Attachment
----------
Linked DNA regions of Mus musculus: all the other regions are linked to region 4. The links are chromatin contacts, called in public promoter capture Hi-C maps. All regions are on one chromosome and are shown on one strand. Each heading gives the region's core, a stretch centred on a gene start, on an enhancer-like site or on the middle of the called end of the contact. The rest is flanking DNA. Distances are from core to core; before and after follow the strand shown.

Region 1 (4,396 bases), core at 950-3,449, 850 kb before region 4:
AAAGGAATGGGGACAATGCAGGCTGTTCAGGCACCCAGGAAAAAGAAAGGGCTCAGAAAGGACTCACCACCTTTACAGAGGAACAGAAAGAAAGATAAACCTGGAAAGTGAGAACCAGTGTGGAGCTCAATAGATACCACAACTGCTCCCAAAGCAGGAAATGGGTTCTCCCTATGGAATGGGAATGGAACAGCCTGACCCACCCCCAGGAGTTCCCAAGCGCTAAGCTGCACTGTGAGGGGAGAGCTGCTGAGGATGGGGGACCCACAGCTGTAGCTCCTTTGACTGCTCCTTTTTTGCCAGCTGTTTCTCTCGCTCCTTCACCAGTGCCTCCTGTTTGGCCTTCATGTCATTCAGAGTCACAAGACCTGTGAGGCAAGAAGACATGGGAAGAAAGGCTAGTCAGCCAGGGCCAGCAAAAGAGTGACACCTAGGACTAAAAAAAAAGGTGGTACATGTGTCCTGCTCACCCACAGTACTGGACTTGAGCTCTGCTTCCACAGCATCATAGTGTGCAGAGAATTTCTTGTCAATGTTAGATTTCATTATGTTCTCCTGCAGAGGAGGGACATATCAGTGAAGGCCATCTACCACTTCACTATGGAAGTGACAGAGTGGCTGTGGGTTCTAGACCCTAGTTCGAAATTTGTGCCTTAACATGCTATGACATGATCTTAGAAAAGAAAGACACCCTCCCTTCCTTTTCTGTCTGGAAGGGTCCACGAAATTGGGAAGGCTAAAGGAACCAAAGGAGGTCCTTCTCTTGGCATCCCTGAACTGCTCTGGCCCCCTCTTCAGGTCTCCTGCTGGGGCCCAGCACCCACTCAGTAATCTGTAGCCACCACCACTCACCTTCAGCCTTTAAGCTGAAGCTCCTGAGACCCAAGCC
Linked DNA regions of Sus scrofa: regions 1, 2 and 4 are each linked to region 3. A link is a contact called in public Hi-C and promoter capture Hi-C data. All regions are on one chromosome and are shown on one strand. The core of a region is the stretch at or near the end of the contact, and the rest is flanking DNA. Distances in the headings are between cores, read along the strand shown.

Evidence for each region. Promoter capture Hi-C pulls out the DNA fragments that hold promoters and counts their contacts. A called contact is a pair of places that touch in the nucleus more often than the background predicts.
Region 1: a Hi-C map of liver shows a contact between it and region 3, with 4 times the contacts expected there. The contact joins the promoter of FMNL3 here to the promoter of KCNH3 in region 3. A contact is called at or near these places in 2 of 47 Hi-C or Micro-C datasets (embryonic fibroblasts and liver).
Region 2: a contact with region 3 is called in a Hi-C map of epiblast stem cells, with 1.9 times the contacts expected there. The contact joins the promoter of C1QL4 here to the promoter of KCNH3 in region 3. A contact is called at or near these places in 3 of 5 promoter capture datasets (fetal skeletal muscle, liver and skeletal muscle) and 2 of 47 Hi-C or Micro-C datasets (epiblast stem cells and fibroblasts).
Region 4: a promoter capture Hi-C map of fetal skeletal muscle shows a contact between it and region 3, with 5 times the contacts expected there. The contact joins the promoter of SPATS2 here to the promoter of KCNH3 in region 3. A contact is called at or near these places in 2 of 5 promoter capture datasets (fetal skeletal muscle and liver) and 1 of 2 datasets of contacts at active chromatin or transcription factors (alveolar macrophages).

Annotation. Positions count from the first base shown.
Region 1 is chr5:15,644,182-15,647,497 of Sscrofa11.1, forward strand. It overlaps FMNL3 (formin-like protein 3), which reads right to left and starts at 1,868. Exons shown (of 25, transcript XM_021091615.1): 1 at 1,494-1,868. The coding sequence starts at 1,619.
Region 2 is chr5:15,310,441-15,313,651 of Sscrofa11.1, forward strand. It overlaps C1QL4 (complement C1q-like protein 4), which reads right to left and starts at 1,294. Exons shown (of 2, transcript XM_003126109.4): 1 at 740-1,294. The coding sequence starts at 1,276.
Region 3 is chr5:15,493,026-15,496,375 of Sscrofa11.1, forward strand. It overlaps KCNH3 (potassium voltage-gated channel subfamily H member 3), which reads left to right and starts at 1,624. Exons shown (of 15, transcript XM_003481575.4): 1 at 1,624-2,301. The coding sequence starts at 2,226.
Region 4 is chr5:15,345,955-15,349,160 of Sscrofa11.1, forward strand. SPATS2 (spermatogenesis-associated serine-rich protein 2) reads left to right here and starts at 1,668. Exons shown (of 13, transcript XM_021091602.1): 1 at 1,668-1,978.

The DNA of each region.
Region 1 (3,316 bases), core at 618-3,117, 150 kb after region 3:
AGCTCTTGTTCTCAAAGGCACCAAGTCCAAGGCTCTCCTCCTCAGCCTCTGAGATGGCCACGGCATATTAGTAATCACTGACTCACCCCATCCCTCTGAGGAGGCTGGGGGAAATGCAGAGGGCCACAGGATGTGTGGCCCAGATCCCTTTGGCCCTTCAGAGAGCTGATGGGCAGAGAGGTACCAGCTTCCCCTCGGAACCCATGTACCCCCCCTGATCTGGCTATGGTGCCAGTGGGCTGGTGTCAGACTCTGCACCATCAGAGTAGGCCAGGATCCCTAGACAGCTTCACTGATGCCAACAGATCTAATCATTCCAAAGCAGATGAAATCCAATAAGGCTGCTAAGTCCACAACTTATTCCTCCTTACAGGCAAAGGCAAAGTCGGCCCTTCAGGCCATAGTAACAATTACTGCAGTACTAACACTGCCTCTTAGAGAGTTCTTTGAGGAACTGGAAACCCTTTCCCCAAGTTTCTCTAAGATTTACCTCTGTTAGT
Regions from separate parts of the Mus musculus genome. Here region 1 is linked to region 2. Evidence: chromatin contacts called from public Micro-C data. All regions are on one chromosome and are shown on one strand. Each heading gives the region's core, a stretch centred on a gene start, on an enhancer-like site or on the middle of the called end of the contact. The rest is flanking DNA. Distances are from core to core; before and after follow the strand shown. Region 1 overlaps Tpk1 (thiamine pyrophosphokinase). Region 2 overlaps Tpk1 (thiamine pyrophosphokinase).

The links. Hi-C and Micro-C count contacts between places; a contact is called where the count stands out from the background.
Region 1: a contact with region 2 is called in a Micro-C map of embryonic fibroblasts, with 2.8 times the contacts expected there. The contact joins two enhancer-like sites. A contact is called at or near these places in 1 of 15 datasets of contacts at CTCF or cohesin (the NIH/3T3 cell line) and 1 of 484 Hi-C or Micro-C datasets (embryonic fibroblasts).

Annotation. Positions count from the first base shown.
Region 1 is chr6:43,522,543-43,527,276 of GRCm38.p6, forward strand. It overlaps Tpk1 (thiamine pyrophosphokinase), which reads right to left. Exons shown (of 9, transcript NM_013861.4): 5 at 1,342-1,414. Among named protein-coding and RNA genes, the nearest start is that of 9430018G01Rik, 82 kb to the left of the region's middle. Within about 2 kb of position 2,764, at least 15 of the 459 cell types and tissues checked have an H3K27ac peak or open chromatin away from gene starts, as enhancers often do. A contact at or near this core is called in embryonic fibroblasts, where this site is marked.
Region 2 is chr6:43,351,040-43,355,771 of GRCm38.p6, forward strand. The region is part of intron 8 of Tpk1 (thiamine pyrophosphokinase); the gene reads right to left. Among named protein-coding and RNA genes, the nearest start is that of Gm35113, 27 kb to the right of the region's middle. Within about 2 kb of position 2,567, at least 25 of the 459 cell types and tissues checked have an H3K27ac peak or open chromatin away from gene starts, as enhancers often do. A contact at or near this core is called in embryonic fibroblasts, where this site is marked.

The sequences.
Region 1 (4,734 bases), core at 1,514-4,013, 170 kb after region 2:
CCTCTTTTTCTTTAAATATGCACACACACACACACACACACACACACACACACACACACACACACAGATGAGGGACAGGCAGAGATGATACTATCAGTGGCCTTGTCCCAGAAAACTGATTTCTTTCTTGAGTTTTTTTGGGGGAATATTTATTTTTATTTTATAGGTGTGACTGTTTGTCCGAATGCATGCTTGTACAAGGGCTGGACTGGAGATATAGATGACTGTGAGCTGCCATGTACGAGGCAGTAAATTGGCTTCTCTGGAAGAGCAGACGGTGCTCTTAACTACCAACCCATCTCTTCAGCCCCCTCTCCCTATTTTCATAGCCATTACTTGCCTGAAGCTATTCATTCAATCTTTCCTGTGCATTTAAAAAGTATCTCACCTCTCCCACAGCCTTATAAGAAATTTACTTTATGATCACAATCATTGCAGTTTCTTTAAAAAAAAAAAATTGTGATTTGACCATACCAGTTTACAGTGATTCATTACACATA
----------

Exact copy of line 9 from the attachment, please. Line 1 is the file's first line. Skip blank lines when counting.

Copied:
Annotation. Positions count from the first base shown.